City Quarter of Prague 5

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From the point of view of its area and number of inhabitants, the city couarter Prague 5 belongs to the biggest in Prague. It is located on the left bank of the Vltava river close to the historical Prague centre where the border is created by a well-preserved medieval fortification, the so called “Hunger wall”. This area has been settled as early as in primeval ages, the fact being evidenced at many historical sites.  The fifth city quarter consists of several originally independent villages Smíchov, Košíře, Motol, Hlubočepy, Radlice, Jinonice-Butovice and south ledge of Malá Strana.

This is a very diversified area with street built-up areas, summer residence districts, smaller residential areas, new residential complexes, factories and several protected areas. What is typical for Prague 5 are the former farmhouses and summer-houses in the gardens. The terrain of the city quarter is latticed in a very interesting way, it consists of several parallel valleys with streams which are mouthed into the Vltava river. The sign of the fifth city quarter is an adapted original Smichov sign.

The central part of Prague 5 is Smíchov, which was mentioned for the first time in the end of the 13th century in the Zbraslav’s chronicle in connection with coronation of the king Wenceslas II. This is what the chronicle says about the place of the coronation feast, “… there was built a wooden palace between the hill Petřín and the Vltava river bank on a flat and beautiful plain”. In the area of the current Smíchov there was located a part of the settlement Újezd with a roman church of St. Jacob (later St. Philip and St. Jacob). The Carthusian monastery, which was established by the king Jan Lucemburský in the 14th century, was fired by Hussites and today the place is reminded only by the name of the street – the Carthusian Street. Since the medieval age there were vineyards, hop gardens, yards, fields and gardens belonging to the church on the majority of the area, close to the Vltava river banks there were water mills. Since the end of the 16th century the Prague burghers and nobility used to build summer houses in Smíchov, which created a special character of the city quarter. In the end of the 17th century a part of Smíchov together with other villages was taken over by the Schwarzenberg family. Several times during the centuries the war hordes passed through Smíchov and partly damaged it.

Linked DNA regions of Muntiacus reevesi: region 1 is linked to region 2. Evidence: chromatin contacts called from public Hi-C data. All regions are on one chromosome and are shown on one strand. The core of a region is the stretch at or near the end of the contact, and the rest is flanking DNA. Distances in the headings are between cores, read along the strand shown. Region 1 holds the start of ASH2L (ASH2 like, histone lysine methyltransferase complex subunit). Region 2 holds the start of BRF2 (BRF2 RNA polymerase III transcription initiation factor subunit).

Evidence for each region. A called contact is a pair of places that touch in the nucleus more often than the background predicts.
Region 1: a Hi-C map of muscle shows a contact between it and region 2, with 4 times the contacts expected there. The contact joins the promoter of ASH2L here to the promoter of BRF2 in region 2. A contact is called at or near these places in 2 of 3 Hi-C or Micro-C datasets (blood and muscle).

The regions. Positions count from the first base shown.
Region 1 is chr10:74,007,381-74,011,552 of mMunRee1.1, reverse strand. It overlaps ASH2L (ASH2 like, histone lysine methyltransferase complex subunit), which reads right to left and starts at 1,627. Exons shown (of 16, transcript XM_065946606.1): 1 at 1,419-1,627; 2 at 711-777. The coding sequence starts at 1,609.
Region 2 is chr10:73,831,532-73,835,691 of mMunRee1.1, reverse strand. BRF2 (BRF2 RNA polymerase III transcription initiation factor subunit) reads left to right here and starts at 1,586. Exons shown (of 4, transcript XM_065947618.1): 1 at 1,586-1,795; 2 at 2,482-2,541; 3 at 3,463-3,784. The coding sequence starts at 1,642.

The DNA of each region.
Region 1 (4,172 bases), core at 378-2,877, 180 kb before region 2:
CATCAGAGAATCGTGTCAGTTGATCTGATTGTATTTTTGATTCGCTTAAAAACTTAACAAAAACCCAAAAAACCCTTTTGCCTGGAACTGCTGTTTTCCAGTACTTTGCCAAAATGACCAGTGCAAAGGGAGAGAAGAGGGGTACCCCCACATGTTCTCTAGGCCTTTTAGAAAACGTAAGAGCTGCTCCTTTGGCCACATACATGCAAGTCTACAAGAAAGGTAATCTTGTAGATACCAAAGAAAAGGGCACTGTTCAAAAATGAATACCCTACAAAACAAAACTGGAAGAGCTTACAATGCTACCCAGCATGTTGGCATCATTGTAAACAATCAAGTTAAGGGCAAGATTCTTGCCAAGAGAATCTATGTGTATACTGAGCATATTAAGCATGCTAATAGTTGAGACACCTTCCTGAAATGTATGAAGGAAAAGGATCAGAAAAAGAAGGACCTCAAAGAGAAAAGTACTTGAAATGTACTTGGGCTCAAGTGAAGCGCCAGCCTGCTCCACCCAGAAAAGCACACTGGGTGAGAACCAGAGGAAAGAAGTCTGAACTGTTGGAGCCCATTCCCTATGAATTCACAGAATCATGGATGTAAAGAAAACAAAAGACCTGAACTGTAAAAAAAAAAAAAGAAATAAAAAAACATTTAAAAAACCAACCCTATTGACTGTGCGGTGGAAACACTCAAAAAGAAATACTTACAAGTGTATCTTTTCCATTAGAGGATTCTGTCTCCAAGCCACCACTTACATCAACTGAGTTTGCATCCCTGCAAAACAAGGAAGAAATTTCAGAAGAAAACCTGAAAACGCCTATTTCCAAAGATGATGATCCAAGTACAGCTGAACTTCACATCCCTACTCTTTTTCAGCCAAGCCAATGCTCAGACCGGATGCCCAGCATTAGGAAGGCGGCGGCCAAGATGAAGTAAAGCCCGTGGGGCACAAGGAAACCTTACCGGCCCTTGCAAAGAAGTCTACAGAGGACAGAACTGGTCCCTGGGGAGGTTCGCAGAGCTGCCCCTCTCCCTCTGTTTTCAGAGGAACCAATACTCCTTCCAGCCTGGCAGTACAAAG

The establishment of several manufactures in the 18th century marked a tremendous industrial development of Smíchov. Since the beginning of the 19th century significant changes occurred here. The gardens and summer-houses were gradually replaced by contruction of factories for manufacturing various kind of goods. Smíchov became “a one hundred chimneys Manchester”. In 1838 Smíchov was promoted to a suburb, the second oldest one in Prague, and in 1850 to town, which was confirmed ex post in 1903. Since 1848 Smíchov has had its own municipality. In the second half of the 19th century there was built a city hall, which was located in the Štefánik’s Avenue (Štefánikova třída), on the opposite side of the city hall there was a new St. Wenceslas Church. At the same time also dwelling houses and working class colonies were built here. In the last decade of the 19th century the building activity in Smíchov culminated and in the beginning of the 20th century a center of the town was relocated to the current 14th October Square (náměstí 14. října). On the property of the original botanical gardens there were built two buildings in the secesion style, The Market House and the National House with halls and several rooms for club and social events.  

The next part of Prague 5 is Košíře. The first historical records date back to 1185. In the medieval age the property of the city quarter belonged to church and the Royal Chamber. During the reign of Charles IV there were established vineyards which were owned by the Prague burghers. During the next centuries the village was owned by various aristocratic families and a part of it was in the ownership of the city of Prague. Also Košíře was devastated during various war raids, in the 18th century almost all vineyards were totally damaged. In the 19th century the amount of local population began to increase and also several factories were built here. In 1851 Košíře was connected to Smíchov, but in 1859 it was separated and it became an independent village. In 1896 Košíře was promoted to a city with its own sign and the city hall, which is still situated in the Plzenská Avenue (Plzeňská třída). In the 20th century the city development continued and a number of inhabitants increased. Their working places were situated predominantly in the neighbouring Smíchov. 

A cadastral territory of Motol is almost of the same area as Košíře but with much less inhabitants, fewer than one quarter. Motol is mentioned for the first time in 1146 in the record of the Plaský monastery. Probably in the medieval age the area was also covered by vineyards up to the hillside raising from the Motol stream. Since the 18th century the village was owned by Maltese Knights order. Neither during the 19th century nor in the 20th century, a number of inhabitants in Motol hasn’t significantly increased.